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Developing a phenotyping tool for disease resistance in trees using Fourier transform infrared (FT-IR) and Raman spectroscopy

Anna Conrad: Department of Plant Pathology, The Ohio State University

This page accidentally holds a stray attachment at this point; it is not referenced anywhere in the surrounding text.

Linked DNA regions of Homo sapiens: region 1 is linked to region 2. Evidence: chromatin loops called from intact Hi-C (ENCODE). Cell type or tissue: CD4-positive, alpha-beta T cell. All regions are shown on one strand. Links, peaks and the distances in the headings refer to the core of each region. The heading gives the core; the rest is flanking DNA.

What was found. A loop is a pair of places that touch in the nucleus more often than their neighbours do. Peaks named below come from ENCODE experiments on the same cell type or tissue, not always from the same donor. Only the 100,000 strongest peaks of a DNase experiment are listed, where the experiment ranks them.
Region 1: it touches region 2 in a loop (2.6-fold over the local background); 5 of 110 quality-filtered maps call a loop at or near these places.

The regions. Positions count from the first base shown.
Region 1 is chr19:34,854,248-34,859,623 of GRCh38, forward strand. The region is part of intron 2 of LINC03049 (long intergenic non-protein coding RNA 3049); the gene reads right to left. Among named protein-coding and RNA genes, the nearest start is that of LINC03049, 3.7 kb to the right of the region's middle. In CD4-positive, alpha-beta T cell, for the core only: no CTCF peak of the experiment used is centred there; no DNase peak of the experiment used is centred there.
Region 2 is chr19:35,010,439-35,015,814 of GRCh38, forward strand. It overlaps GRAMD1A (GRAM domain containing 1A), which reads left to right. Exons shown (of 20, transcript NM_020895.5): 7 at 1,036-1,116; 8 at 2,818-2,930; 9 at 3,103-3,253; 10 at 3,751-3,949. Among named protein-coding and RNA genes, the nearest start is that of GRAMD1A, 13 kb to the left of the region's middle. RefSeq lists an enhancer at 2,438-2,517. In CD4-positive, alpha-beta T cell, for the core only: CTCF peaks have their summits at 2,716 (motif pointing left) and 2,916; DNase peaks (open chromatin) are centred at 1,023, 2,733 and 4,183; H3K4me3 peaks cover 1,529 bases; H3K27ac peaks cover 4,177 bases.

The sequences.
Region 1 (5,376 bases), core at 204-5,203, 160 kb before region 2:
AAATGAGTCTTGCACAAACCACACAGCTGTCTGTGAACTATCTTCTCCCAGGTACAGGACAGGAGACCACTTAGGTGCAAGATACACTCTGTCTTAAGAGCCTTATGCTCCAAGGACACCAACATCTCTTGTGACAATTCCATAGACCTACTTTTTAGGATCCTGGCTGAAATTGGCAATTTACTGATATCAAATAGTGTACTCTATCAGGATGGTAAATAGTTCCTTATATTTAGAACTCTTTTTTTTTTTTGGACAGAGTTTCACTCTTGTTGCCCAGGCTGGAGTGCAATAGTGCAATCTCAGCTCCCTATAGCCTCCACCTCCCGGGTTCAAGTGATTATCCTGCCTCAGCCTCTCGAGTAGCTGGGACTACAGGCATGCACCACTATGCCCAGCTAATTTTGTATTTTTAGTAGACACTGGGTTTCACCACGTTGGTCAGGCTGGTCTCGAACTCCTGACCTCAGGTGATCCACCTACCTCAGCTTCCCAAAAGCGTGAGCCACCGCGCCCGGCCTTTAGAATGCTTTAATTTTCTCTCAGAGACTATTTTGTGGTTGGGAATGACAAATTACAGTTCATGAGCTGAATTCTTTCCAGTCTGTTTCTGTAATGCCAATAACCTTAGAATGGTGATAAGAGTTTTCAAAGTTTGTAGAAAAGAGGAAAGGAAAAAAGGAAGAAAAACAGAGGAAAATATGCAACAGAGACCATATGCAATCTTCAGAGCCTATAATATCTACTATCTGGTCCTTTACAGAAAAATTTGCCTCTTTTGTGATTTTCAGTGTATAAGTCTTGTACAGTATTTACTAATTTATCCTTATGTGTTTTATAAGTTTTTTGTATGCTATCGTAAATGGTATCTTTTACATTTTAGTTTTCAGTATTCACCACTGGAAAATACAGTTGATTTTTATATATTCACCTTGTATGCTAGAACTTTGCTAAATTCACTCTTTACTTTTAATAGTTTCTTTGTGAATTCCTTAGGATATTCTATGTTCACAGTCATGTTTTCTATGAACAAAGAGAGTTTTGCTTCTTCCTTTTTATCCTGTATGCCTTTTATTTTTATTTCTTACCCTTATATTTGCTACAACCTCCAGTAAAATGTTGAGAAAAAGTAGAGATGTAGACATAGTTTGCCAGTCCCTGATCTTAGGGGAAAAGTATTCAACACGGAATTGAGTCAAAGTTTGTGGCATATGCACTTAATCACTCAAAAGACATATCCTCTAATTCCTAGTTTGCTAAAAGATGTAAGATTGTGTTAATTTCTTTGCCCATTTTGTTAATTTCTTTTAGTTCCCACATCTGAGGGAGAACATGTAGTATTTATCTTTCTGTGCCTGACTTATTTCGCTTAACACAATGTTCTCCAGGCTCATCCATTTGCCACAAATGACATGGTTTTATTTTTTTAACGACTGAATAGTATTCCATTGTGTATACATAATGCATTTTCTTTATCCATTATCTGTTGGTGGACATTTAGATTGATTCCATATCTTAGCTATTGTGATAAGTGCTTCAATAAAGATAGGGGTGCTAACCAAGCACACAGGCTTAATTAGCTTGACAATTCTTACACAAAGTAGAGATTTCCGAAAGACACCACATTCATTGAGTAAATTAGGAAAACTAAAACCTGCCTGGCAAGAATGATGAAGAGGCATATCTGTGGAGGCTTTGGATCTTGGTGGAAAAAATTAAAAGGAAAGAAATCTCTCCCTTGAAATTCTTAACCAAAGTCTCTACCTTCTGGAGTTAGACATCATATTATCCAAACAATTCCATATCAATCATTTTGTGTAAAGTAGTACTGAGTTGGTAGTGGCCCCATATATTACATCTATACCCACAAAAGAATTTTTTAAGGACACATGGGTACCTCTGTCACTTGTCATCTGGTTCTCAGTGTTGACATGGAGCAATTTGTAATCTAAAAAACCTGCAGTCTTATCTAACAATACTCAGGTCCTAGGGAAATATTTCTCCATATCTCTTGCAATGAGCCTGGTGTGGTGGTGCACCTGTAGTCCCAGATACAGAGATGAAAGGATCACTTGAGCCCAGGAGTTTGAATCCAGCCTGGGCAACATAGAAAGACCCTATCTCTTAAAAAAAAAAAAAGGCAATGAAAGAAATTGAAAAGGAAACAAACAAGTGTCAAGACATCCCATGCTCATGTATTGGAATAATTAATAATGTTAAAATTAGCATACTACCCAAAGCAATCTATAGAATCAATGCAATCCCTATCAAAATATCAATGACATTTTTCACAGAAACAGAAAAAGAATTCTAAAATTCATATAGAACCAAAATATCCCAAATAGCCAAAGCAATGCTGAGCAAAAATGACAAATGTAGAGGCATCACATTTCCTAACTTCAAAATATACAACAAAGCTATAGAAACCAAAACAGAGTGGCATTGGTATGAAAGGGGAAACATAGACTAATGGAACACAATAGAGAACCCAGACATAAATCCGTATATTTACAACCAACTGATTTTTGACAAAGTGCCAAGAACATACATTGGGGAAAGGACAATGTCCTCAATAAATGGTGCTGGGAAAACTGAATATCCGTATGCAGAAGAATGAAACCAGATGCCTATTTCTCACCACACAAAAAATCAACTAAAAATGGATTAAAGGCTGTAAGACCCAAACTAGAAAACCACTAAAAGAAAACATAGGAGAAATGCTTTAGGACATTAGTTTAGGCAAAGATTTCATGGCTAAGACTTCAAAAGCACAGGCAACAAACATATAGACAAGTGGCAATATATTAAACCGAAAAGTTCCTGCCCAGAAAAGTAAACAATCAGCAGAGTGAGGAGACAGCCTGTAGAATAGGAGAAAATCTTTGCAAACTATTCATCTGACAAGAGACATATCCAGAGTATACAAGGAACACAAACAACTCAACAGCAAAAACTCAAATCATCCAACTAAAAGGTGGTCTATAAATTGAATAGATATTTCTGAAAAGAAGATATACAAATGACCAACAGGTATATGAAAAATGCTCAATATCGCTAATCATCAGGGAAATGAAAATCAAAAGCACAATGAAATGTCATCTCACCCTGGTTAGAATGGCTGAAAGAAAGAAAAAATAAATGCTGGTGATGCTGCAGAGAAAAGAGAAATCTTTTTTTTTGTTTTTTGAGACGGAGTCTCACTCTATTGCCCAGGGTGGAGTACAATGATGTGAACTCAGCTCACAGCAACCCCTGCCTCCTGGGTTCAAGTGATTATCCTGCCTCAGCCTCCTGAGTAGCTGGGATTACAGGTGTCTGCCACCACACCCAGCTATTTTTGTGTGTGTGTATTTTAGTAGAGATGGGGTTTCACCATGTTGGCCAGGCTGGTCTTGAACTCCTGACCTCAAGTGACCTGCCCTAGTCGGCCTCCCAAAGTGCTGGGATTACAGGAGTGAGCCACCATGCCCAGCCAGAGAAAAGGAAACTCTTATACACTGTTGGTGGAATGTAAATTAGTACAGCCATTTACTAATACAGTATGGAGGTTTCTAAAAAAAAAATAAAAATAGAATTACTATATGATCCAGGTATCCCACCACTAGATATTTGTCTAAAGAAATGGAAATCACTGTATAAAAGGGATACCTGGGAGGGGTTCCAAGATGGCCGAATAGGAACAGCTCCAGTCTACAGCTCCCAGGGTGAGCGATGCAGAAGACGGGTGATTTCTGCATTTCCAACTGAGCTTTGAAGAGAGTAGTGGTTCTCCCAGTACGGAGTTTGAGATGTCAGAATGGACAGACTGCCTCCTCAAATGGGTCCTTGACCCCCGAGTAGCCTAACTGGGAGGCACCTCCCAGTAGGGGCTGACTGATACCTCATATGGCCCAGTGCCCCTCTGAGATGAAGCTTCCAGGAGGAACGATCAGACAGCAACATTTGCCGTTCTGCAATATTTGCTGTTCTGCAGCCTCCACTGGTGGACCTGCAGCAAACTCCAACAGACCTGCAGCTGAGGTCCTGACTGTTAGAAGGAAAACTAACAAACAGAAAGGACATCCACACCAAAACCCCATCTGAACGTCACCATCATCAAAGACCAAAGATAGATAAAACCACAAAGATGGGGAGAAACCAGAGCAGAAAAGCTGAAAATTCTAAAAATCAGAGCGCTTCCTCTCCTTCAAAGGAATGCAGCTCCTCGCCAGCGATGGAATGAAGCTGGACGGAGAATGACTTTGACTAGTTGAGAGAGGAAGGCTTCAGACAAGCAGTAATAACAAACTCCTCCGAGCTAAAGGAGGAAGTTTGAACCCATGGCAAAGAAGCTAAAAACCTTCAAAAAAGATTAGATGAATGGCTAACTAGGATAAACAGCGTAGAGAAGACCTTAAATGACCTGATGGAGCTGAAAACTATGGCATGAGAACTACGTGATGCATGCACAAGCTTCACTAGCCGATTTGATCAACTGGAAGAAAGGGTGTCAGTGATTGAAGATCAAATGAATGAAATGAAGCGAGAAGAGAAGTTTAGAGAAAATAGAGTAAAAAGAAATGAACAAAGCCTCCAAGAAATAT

<div>Non-native and invasive plant pathogens are continuing to threaten the health and productivity of trees in natural ecosystems and commercial plantations. Few options currently exist for managing diseases caused by these organisms following their introduction and establishment. Identifying and breeding trees for resistance is one important management strategy, although it can be hindered by the long life cycles of trees and the lack of rapid phenotyping methods. Therefore, the objective of this study is to develop a phenotyping tool for disease resistance using Fourier transform infrared (FT-IR) and Raman spectroscopy combined with chemometric analysis. To test this phenotyping tool, we are focusing on two diseases: root rot and canker of <em>Chamaecyparis lawsoniana</em> (Port-Orford-cedar), caused by <em>Phytophthora lateralis</em>, and white pine blister rust of whitebark pine (<em>Pinus albicaulis</em>), caused by <em>Cronartium ribicola</em>. Using chemometric analysis, including partial least squares regression and soft independent modeling of class analogy, we are evaluating whether disease susceptibility can be predicted within and across families from different geographic origins. Our ultimate goal is to develop a protocol for the analysis of fresh plant tissues that can be used to more rapidly phenotype trees and facilitate the identification, preservation, and breeding of disease resistant trees.</div>